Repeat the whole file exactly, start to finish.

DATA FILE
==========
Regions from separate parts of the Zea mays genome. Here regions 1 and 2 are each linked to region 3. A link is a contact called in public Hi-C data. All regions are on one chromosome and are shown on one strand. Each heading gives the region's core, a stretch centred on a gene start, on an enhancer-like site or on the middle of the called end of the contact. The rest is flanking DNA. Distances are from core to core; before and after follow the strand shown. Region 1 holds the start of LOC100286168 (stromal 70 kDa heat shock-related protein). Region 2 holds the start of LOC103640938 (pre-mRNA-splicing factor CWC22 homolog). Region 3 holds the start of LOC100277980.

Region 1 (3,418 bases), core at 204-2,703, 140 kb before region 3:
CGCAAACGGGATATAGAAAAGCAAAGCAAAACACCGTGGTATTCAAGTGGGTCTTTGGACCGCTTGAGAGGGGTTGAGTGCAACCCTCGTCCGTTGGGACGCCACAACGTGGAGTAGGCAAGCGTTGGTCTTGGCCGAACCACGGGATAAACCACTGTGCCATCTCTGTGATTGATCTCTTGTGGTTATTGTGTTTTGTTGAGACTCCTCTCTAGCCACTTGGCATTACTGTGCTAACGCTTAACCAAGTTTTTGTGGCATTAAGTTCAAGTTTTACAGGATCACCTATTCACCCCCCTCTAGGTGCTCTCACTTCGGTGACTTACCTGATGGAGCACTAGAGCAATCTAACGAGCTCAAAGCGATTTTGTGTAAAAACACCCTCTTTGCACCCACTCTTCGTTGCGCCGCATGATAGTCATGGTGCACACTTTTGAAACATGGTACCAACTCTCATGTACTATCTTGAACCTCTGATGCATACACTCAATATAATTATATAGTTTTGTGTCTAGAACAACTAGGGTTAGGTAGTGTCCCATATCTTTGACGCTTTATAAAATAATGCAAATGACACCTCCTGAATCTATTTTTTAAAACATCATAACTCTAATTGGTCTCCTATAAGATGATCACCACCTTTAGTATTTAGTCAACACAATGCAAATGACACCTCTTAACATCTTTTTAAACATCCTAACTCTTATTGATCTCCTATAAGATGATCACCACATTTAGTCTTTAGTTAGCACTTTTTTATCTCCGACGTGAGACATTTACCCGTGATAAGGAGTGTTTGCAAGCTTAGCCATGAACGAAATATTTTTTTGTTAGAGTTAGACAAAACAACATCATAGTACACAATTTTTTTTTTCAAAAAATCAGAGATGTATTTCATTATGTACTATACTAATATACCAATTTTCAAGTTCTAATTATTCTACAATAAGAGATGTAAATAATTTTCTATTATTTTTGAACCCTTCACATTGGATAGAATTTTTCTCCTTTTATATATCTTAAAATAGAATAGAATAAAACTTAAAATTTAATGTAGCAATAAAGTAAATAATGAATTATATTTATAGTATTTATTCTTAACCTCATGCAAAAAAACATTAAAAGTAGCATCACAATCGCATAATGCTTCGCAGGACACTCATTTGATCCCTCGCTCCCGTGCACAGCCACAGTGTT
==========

Regions from separate parts of the Zea mays genome. Here regions 1 and 2 are each linked to region 3. A link is a contact called in public Hi-C data. All regions are on one chromosome and are shown on one strand. Each heading gives the region's core, a stretch centred on a gene start, on an enhancer-like site or on the middle of the called end of the contact. The rest is flanking DNA. Distances are from core to core; before and after follow the strand shown. Region 1 holds the start of LOC100286168 (stromal 70 kDa heat shock-related protein). Region 2 holds the start of LOC103640938 (pre-mRNA-splicing factor CWC22 homolog). Region 3 holds the start of LOC100277980.

Region 1 (3,418 bases), core at 204-2,703, 140 kb before region 3:
CGCAAACGGGATATAGAAAAGCAAAGCAAAACACCGTGGTATTCAAGTGGGTCTTTGGACCGCTTGAGAGGGGTTGAGTGCAACCCTCGTCCGTTGGGACGCCACAACGTGGAGTAGGCAAGCGTTGGTCTTGGCCGAACCACGGGATAAACCACTGTGCCATCTCTGTGATTGATCTCTTGTGGTTATTGTGTTTTGTTGAGACTCCTCTCTAGCCACTTGGCATTACTGTGCTAACGCTTAACCAAGTTTTTGTGGCATTAAGTTCAAGTTTTACAGGATCACCTATTCACCCCCCTCTAGGTGCTCTCACTTCGGTGACTTACCTGATGGAGCACTAGAGCAATCTAACGAGCTCAAAGCGATTTTGTGTAAAAACACCCTCTTTGCACCCACTCTTCGTTGCGCCGCATGATAGTCATGGTGCACACTTTTGAAACATGGTACCAACTCTCATGTACTATCTTGAACCTCTGATGCATACACTCAATATAATTATATAGTTTTGTGTCTAGAACAACTAGGGTTAGGTAGTGTCCCATATCTTTGACGCTTTATAAAATAATGCAAATGACACCTCCTGAATCTATTTTTTAAAACATCATAACTCTAATTGGTCTCCTATAAGATGATCACCACCTTTAGTATTTAGTCAACACAATGCAAATGACACCTCTTAACATCTTTTTAAACATCCTAACTCTTATTGATCTCCTATAAGATGATCACCACATTTAGTCTTTAGTTAGCACTTTTTTATCTCCGACGTGAGACATTTACCCGTGATAAGGAGTGTTTGCAAGCTTAGCCATGAACGAAATATTTTTTTGTTAGAGTTAGACAAAACAACATCATAGTACACAATTTTTTTTTTCAAAAAATCAGAGATGTATTTCATTATGTACTATACTAATATACCAATTTTCAAGTTCTAATTATTCTACAATAAGAGATGTAAATAATTTTCTATTATTTTTGAACCCTTCACATTGGATAGAATTTTTCTCCTTTTATATATCTTAAAATAGAATAGAATAAAACTTAAAATTTAATGTAGCAATAAAGTAAATAATGAATTATATTTATAGTATTTATTCTTAACCTCATGCAAAAAAACATTAAAAGTAGCATCACAATCGCATAATGCTTCGCAGGACACTCATTTGATCCCTCGCTCCCGTGCACAGCCACAGTGTT